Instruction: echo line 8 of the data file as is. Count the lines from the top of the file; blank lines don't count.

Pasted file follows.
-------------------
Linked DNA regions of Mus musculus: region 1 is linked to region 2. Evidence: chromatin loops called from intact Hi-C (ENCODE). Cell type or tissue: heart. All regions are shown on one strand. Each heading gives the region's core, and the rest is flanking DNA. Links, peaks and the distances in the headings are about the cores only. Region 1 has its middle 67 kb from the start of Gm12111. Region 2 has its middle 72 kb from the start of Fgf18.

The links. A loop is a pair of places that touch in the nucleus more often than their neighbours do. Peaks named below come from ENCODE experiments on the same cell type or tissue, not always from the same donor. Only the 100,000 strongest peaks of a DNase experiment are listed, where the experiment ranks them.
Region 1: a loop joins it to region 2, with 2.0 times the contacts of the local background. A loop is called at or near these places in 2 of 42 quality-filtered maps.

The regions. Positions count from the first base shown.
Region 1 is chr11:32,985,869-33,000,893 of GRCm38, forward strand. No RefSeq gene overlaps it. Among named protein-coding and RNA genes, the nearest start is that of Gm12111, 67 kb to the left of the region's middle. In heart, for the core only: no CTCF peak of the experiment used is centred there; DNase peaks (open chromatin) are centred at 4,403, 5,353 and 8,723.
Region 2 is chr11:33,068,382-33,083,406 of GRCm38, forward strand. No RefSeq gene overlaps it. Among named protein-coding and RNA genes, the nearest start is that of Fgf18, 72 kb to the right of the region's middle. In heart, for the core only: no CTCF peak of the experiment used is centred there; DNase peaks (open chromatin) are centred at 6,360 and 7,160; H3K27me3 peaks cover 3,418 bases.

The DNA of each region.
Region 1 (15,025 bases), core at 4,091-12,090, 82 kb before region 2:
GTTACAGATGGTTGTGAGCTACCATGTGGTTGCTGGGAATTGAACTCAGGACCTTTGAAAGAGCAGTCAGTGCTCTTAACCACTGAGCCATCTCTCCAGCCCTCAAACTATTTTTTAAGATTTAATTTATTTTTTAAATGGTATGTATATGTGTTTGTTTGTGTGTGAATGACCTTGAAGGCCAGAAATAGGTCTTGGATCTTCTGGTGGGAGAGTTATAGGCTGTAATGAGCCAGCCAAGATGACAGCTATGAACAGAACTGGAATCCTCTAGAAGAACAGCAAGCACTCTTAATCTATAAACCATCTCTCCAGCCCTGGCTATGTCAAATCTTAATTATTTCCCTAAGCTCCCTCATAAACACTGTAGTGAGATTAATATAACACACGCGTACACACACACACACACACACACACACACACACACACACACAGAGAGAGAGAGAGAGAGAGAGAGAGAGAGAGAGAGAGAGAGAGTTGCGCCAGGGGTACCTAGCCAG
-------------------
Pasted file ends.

Region 1 (15,025 bases), core at 4,091-12,090, 82 kb before region 2: